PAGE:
Epic Ayckbourn

Well who’d have thought it?

I know Alan Ayckbourn  has tackled sci-fi before but never like this, never on this scale. This is Ayckbourn without the jokes. Sentimental, even – finally – optimistic. And epic in every way.

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Erin Doherty (programme cover)

The Divide (Old Vic) runs at nearly four hours long. I’d read the reviews beforehand and was prepared, secretly, to duck out at the interval. The fact that I didn’t is more a credit to the production and the players than the play.

In Ayckbourn’s future-world men and women live separately on either side of the ‘Divide’, as women pass on a deadly plague to the men. Procreation is by artificial insemination and the typical family group is a MaMa, a MaPa and kids. For some reason the women wear long black dresses and caps, seemingly uncomplainingly. (The puritan look has become a right cliché in sci-fi – cf The Handmaid’s Tale.) Mirrors are banned. Boys are removed from the family home when they reach puberty and wear white.

To be honest, I quickly stopped asking myself questions about the premise behind the play because absolutely none of it made sense to me, and the central doomed romance is totally predictable. What I did love about it was the production itself: director Annabel Boulton, designer Laura Hopkins, lighting David Plater, music especially composed by Christopher Nightingale (wonderfully appropriate name) and a live chorus of 26. Not to mention the performances, most notably from Erin Doherty, who narrates the entire story to us and is barely off the stage, and her on-stage brother played by Jake Davies. The rest of the large and almost all-female cast are hard to distinguish since they are identically dressed, but pretty faultless throughout.

The final message is both trite and uncharacteristically optimistic from a man who made his name slicing through the facades of everyday relationships. Astonishing.

The production – which closes tonight, February 10th – has been running for just ten days. I may not have gone for the play itself but there is something marvellous about the fact that it is on at all. Whatever else he is doing Ayckbourn is not playing it safe in his older age.

© Patsy Trench
London February 2018

 

 

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The ageing process

First it was the Best Marigold Hotel, now it’s the BBC television series Last Tango in Halifax and two films about to appear on our screens, Song for Marion and Quartet (directed by Dustin Hoffman).

(Wikipedia)

As I write this the best selling Kindle ebook in the UK is Thursdays in the Park, about a woman in her sixties embarking on an extra-marital affair.  All of these feature old people – that’s to say pensioners – and if there is a slightly patronising quaintness underlying most of them all it’s in the surprising notion that anyone over sixty is still able to do anything other than eat, breathe, sleep and walk about a bit.

However the good news is that two famous elders are about to star together in the West End (well, Waterloo) in Much Ado About Nothing. Vanessa Redgrave and James Earl Jones  – last seen together in Driving Miss Daisy – will be playing Beatrice and Benedick at the Old Vic in 2013, directed by Mark Rylance. The wonderful thing about this is that these parts were obviously not written for actors in their seventies and eighties (respectively), and the play is not about old age but love, which – as anyone over or under sixty will readily admit – can hit you in the face at any time in your life.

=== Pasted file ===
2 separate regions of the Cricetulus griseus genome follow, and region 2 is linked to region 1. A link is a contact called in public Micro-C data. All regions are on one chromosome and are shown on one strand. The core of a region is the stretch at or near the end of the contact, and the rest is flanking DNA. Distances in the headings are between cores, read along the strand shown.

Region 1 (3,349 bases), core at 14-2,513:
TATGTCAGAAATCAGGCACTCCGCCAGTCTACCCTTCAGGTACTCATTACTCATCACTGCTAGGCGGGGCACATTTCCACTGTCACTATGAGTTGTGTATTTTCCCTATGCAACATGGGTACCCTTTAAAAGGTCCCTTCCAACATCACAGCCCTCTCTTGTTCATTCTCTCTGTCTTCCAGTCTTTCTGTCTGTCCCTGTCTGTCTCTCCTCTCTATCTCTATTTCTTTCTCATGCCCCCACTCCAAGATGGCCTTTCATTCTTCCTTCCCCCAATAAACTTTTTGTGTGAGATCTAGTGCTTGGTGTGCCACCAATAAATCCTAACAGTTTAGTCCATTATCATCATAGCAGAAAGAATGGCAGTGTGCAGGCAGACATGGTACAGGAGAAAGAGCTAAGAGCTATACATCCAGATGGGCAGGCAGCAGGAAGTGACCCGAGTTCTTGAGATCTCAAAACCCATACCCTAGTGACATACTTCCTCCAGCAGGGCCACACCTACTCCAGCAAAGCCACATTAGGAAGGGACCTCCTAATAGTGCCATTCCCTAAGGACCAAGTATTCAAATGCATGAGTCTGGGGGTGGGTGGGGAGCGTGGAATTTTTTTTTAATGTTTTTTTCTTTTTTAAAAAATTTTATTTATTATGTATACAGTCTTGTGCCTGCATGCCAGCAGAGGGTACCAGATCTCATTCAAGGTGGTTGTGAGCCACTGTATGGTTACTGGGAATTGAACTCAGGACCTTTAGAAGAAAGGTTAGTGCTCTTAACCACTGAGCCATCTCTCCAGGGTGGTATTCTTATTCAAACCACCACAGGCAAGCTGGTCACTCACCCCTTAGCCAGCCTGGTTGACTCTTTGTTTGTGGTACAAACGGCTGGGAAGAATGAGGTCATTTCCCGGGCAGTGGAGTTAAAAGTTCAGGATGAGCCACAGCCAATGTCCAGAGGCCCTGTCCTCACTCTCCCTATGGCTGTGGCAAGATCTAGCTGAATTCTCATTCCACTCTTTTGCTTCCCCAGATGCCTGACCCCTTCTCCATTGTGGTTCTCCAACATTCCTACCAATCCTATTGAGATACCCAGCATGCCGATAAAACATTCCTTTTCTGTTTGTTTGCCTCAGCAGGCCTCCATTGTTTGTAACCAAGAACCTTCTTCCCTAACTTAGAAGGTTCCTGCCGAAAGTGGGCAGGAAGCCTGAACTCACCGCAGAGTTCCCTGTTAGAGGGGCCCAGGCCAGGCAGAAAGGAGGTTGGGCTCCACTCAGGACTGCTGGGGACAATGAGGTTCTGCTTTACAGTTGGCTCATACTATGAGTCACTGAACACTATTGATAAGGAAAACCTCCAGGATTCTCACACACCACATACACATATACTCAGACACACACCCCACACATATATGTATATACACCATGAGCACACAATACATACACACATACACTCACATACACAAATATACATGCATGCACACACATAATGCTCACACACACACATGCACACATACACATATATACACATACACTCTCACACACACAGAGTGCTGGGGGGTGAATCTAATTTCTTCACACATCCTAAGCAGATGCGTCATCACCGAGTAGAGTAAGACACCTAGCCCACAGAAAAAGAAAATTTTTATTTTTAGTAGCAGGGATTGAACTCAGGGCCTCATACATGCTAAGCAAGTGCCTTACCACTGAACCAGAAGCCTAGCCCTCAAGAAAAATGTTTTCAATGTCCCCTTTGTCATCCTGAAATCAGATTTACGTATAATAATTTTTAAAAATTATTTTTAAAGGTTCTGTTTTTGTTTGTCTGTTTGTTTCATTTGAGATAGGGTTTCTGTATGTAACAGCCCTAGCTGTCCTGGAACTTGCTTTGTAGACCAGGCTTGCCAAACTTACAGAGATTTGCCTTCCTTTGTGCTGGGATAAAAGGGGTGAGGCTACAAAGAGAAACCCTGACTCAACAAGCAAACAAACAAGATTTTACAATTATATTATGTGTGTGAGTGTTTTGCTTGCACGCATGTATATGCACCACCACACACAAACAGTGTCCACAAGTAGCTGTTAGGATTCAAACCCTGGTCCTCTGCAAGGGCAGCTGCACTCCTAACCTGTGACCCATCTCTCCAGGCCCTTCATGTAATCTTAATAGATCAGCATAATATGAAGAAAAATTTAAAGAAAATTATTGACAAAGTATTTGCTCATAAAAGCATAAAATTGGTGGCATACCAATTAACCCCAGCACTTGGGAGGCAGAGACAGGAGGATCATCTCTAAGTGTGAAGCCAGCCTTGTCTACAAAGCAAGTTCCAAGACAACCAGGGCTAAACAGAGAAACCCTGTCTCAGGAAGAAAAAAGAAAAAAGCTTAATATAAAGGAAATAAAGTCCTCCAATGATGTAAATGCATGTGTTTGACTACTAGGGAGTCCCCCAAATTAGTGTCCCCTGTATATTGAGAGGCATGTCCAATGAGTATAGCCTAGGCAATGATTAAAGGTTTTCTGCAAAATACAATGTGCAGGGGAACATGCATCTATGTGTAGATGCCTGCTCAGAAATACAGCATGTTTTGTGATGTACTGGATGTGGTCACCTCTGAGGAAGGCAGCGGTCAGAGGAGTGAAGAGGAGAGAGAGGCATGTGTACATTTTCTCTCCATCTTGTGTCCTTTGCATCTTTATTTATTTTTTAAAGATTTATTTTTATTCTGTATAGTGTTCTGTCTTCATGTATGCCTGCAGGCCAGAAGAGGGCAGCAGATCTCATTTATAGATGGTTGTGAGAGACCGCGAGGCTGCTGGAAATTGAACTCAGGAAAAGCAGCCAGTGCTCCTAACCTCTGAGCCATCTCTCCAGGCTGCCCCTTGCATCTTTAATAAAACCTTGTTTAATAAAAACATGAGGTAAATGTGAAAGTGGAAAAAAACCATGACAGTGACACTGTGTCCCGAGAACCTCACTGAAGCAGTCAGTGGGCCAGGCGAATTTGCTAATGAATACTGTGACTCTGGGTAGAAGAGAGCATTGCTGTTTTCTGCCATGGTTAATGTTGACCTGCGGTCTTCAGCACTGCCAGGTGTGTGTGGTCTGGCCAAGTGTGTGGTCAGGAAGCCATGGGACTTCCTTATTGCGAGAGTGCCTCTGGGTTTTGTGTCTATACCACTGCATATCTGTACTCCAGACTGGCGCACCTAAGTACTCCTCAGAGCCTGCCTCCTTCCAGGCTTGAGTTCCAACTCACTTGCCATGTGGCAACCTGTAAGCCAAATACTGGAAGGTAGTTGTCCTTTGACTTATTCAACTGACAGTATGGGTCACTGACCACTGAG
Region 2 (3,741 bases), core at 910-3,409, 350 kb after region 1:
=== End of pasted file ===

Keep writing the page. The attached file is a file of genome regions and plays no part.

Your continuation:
Redgrave and Earl Jones (times.co.uk)

Redgrave and Earl Jones (times.co.uk)

Two years ago another elder, Judi Dench, played Titania in A Midsummer Night’s Dream at the Rose Theatre, to much acclaim. Sian Phillips, also in her seventies, played Juliet in Juliet and Her Romeo at the Bristol Old Vic, opposite Michael Byrne (in his sixties) as Romeo. I didn’t see either of these productions unfortunately, but to quote Michael Billington: ‘Like Judi Dench, she [Phillips] defies time and knows how to weight every syllable to communicate meaning.’ (Guardian review, 17 March 2010).

Sarah
Bernhardt (wikipedia)

Sarah Siddons by Gainsborough (wikipedia)

Sarah Siddons by Gainsborough (wikipedia)

It’s not just now that actors have kept going into their later years. Sarah Bernhardt kept performing, on stage and screen, pretty well up until her death at the age of 79, for the last part of her life with one leg. Sarah Siddons, commonly regarded as the best actress ever to grace a stage and described by Hazlitt as ‘Tragedy personified’ also kept going until – this time in Hazlitt’s regretful view – she had lost the energy and vitality of her younger years. (She retired in her fifties).

If the Rolling Stones can still do it in their seventies then that is reason enough to celebrate!

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On another topic altogether, I’m pleased to see new indoor theatre at the Globe is to be named after the American actor Sam Wanamaker – sole founder and inspiration behind the entire Globe project. I may be wrong but I believe this is a change from calling it the Inigo Jones theatre (after the 16th/17th century architect and set designer). Wanamaker died before the theatre was completed but his place was taken at its opening by his actress daughter Zoe. The theatre will open in 2014. For more details click here.

Sam Wanamaker (visitbankside.com)